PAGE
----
Pinky Kumar wears the social justice warrior badge with pride. From raccoon hospitals to persecuted rockstars, no cause is too esoteric for her to champion. But a teeny tiny part of her also really enjoys making her conservative, buttoned-up corporate lawyer parents cringe. Samir Jha might have a few... quirks remaining from the time he had to take care of his sick mother, like the endless lists he makes in his planner and the way he schedules every minute of every day, but those are good things. They make life predictable and steady. Pinky loves lazy summers at her parents' Cape Cod lake house, but after listening to them harangue her about the poor decisions (aka boyfriends) she's made, she hatches a plan. Get her sorta-friend-sorta-enemy - who is a total Harvard-bound Mama's boy - to pose as her perfect boyfriend for the summer. When Samir's internship falls through, leaving him with an unplanned summer, he gets a text from Pinky asking if he'll be her fake boyfriend in exchange for a new internship. He jumps at the opportunity; Pinky's a freak, but he can survive a summer with her if there's light at the end of the tunnel. As they bicker their way through lighthouses and butterfly habitats, sparks fly, and they both realize this will be a summer they'll never forget.… (mere)
ggslibrarian | 12 andre anmeldelser | May 7, 2024 |
The main character was a spoiled brat. She worries a lot about being a ‘groundling.’ There is nothing wrong with those who don’t want to be popular.
Also, she complains about not having money for a phone a lot. Get a job. Stop bellyaching.
So much feminism. She treated guys like crap because she thought they were being disrespectful because of gender. Not everything is about gender.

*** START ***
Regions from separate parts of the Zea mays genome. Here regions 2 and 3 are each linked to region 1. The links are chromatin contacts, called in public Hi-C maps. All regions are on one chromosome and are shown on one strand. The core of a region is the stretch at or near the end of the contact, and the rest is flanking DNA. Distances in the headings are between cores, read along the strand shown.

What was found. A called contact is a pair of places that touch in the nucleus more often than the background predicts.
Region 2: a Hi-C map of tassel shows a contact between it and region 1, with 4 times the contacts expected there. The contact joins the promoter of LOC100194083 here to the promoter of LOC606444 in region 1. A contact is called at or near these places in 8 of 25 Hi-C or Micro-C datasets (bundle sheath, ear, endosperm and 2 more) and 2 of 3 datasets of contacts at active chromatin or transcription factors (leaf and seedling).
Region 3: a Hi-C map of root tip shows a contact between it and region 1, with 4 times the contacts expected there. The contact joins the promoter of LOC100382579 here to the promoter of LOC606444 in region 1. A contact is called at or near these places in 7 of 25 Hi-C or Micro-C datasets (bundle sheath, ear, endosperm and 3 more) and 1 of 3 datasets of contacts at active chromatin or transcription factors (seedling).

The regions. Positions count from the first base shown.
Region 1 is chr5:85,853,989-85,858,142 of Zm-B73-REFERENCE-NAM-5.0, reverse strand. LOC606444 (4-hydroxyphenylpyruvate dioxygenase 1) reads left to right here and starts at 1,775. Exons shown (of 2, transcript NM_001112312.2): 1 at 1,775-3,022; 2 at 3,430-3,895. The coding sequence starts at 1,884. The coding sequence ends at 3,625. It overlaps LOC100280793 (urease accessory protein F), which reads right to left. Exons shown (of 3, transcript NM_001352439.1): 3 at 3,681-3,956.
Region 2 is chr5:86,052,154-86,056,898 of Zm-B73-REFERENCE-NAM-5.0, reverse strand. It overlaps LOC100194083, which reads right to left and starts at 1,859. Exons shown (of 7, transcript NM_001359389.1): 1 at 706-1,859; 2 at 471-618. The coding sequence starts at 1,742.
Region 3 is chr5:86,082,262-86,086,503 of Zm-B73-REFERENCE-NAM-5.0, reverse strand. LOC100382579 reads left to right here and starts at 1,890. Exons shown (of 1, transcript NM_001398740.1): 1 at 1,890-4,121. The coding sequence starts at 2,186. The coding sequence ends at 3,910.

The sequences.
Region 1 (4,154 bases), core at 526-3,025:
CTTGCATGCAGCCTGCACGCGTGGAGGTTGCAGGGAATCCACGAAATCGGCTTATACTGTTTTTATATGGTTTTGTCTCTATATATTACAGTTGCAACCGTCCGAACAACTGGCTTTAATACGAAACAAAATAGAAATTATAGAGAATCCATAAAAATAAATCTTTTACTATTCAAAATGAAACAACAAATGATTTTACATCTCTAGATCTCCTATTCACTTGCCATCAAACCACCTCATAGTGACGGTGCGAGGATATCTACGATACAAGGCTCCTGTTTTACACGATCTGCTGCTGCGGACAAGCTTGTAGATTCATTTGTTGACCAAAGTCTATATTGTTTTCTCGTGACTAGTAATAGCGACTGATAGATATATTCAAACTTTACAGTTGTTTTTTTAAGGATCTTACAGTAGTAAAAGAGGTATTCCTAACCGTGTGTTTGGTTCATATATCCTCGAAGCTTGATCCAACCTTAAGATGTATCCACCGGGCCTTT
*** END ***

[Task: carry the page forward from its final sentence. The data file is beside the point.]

Despite all this, I enjoyed the ending.

2.5 Stars

Content: kissing, one or two uses of languages… (mere)
libraryofemma | 30 andre anmeldelser | Apr 18, 2024 |
This is totally a romantic comedy. If you like romance and cuteness and wish fulfillment, you will probably enjoy it. I sure did. I found both Rishi and Dimple appealing. I was kind of like Dimple as a teen -- no makeup, strident feminist, protective of my independence. And I fancy my husband is kind of a Rishi -- a more traditional, earnest, hardworking, responsible type. Their compatibility doesn't seem likely, so it's all the sweeter when they fall for each other. They have both just graduated high school and are attending the same summer coding program at San Francisco State University, so this book almost falls into the category of college story/new adult. It's a romance novel, a pretty tame one. Sex is discussed but not described.

The only aspect of this book that didn't work for me was the talent show. I do not understand why a bunch of would-be coders who are there to create apps would be told to put on a talent show in the middle of their program. I guess because it's fun? But there's actual money riding on it, so it's not actually fun, it's seriously competitive and stresses Dimple out. The talent show seemed to be a convenient device for the author (to include Bollywood dancing, Rishi's help, video footage, etc.) but it wouldn't make sense in the real world. It was just a big distraction from what the kids are there to learn.
… (mere)
LibrarianDest | 95 andre anmeldelser | Jan 3, 2024 |